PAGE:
Moving to a new domain: scottphillips.com

The blog is moving to a new domain: scottphillips.com! The previous owner let the domain expire and I had a chance to snap it up. I learned a lot about how the domain expiration process works, I’ll write up more about that on my next post. For now I wanted to let everyone know about the new domain. The current scott.phillips.name domain will last for the foreseeable future, at least a few years. But if you have this blog in your RSS reader you should switch the feed’s URL now.

Way back in 1996 when I was in high school I first had the idea to register my name as a domain name. I looked it up at the time with a whois search and it was available. But at that time domains were much more expensive, it was on the order of $30 a year. I’m not sure if there were cheaper alternatives available at the time or not, but I wasn’t aware of any. That’s a fairly high price for a high school student with no job to register a domain name. I thought about it for a while and figured it would be worth it, even at the price. But by that time, just a few months later, someone else in Australia had picked up the domain. Presumably by another Scott Phillips…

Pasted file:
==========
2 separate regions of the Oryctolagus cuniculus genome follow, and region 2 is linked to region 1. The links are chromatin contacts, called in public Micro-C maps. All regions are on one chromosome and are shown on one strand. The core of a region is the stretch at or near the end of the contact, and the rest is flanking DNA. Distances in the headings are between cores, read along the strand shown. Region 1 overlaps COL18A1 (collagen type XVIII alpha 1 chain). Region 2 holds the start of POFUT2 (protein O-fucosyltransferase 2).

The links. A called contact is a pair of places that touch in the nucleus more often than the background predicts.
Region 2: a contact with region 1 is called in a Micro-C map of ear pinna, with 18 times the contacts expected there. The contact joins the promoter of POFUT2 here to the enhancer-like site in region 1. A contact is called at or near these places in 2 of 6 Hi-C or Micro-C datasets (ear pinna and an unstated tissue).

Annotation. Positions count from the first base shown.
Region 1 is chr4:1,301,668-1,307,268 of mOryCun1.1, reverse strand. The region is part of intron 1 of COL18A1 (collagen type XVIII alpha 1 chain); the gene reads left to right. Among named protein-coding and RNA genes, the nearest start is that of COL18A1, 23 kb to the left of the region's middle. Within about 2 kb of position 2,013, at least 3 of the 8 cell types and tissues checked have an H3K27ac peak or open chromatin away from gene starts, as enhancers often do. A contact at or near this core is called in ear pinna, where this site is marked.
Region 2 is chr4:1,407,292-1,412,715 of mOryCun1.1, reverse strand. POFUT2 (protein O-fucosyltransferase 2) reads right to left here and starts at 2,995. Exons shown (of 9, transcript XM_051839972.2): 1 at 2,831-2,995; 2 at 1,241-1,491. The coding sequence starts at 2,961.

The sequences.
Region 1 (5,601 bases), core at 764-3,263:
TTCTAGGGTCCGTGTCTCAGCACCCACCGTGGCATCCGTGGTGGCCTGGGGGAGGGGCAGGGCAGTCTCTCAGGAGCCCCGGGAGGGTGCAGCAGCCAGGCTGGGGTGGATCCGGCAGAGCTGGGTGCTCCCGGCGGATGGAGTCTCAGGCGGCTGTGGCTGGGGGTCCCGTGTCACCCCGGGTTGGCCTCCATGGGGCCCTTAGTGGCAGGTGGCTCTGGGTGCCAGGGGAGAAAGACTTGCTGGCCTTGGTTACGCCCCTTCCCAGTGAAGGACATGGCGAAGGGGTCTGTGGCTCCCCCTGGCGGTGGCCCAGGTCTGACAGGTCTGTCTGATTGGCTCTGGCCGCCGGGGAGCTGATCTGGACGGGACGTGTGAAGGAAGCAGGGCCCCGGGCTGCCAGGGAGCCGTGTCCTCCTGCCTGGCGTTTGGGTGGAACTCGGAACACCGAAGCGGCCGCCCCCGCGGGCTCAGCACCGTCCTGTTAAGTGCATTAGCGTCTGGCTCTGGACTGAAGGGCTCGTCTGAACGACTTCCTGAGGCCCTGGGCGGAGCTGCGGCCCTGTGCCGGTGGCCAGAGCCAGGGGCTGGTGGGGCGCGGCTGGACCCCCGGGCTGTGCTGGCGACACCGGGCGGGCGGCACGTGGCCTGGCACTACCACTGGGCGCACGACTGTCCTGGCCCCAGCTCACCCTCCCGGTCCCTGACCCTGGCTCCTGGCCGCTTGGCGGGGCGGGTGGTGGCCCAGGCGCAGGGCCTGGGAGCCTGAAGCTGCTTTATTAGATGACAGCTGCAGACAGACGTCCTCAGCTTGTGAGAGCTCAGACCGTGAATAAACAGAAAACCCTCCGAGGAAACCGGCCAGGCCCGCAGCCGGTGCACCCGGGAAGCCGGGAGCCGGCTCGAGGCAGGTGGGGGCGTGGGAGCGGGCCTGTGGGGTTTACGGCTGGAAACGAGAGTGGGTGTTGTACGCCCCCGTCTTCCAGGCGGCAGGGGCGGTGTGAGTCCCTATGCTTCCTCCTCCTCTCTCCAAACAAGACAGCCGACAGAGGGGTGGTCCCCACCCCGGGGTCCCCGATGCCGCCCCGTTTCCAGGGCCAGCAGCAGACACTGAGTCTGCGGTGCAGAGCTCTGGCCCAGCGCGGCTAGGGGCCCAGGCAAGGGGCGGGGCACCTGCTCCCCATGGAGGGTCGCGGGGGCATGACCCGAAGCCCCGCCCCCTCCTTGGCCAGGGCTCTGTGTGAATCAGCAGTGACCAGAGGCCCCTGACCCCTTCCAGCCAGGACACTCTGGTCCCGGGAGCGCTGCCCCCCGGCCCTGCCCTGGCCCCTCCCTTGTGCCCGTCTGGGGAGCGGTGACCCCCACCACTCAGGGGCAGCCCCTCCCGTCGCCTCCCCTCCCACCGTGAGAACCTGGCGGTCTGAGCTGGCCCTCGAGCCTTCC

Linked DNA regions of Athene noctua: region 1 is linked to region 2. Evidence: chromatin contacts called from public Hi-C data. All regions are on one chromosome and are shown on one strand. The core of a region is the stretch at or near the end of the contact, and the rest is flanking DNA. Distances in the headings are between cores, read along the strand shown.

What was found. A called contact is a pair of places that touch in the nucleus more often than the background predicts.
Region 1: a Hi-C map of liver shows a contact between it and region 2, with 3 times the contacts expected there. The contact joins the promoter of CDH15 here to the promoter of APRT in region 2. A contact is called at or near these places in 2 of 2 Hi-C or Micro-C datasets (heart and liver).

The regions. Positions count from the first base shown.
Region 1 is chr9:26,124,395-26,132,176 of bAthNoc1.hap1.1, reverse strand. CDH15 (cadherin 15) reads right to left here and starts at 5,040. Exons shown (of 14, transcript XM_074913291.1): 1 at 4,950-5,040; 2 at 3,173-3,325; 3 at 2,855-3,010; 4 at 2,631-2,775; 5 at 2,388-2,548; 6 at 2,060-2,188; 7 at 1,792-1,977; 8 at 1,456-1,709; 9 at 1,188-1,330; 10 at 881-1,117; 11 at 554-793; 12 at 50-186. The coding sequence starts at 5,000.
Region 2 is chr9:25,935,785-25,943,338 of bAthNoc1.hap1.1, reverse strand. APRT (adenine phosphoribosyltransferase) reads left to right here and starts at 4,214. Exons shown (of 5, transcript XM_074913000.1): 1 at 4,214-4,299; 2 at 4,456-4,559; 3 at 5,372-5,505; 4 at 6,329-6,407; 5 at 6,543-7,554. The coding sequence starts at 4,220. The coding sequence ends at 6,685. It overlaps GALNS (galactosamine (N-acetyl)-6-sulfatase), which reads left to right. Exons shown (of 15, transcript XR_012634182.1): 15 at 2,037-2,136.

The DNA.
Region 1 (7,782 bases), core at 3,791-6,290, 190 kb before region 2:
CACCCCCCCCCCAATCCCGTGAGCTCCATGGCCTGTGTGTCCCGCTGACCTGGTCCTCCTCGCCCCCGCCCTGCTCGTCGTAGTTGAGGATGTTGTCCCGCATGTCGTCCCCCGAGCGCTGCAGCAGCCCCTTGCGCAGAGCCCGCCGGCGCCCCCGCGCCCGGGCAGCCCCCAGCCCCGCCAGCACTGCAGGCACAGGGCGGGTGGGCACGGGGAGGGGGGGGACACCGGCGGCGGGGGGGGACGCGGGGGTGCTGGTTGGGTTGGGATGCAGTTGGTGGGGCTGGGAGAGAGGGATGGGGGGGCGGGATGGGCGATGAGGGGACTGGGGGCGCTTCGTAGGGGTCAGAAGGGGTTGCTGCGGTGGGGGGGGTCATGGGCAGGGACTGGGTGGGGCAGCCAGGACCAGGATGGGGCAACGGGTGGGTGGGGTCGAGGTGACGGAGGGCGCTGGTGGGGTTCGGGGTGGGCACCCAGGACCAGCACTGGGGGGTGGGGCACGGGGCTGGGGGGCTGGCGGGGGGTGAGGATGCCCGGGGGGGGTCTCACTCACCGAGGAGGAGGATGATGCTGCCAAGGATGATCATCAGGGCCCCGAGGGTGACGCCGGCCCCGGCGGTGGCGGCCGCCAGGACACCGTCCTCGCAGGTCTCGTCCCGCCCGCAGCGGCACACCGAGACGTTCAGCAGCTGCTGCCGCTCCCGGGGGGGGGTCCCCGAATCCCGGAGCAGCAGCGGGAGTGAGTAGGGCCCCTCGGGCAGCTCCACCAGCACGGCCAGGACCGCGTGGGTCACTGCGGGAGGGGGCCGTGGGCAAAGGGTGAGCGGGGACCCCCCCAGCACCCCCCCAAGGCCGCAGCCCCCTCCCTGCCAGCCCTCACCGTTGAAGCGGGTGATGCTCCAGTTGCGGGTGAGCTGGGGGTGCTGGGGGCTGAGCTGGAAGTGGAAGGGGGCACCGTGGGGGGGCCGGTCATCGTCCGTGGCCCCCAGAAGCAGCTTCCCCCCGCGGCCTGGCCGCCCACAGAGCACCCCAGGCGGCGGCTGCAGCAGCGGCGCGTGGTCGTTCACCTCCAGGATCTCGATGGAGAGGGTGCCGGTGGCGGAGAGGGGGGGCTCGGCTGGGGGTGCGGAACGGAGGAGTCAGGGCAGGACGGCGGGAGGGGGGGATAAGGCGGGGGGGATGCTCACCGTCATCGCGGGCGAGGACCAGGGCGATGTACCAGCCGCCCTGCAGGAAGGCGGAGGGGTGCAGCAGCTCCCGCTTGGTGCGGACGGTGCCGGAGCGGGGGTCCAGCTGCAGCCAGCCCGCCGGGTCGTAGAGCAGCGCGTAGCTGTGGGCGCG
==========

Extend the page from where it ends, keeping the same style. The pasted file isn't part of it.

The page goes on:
Since then I’ve checked on the domain every so often. It’s never had a website hosted on it, the guy was just sitting on it. A few years later when I was out of high school and in college with a job I sent an email to the guy offering to buy it. I offered to buy it for $300 and he declined. I’d always imagined him laughing at me while writing the reply. I’ll never know.

When I got around to putting up my blog I needed a domain name and most of the Scott Phillips related names were already taken. Like the ones with dashes, or alternative extensions. However, there was one available on the relatively new “.name” registry. This registry is different because they sell third level names, so the registrar retains ownership of “phillips.name” and sells “scott.phillips.name”. This actually seemed like a cool idea it allows a lot more people to share the domain names separated by something that seemed natural.

The third level concept hasn’t caught on (yet?). You will have to search high and low for a respected registrar that will even let you register it, the big ones don’t support it Network Solutions, Namecheap, Go Daddy, etc. Also, I’ve been suspicious of using the domain for my primary email address because I fear that someday in the future I won’t be able to renew the registration on the domain. That’s why I hopped at the chance to get the .com version!

P.S. If you are another Scott Phillips reading this and wanted the domain name as well, unfortunately there’s no good way to share domain names. Sorry.

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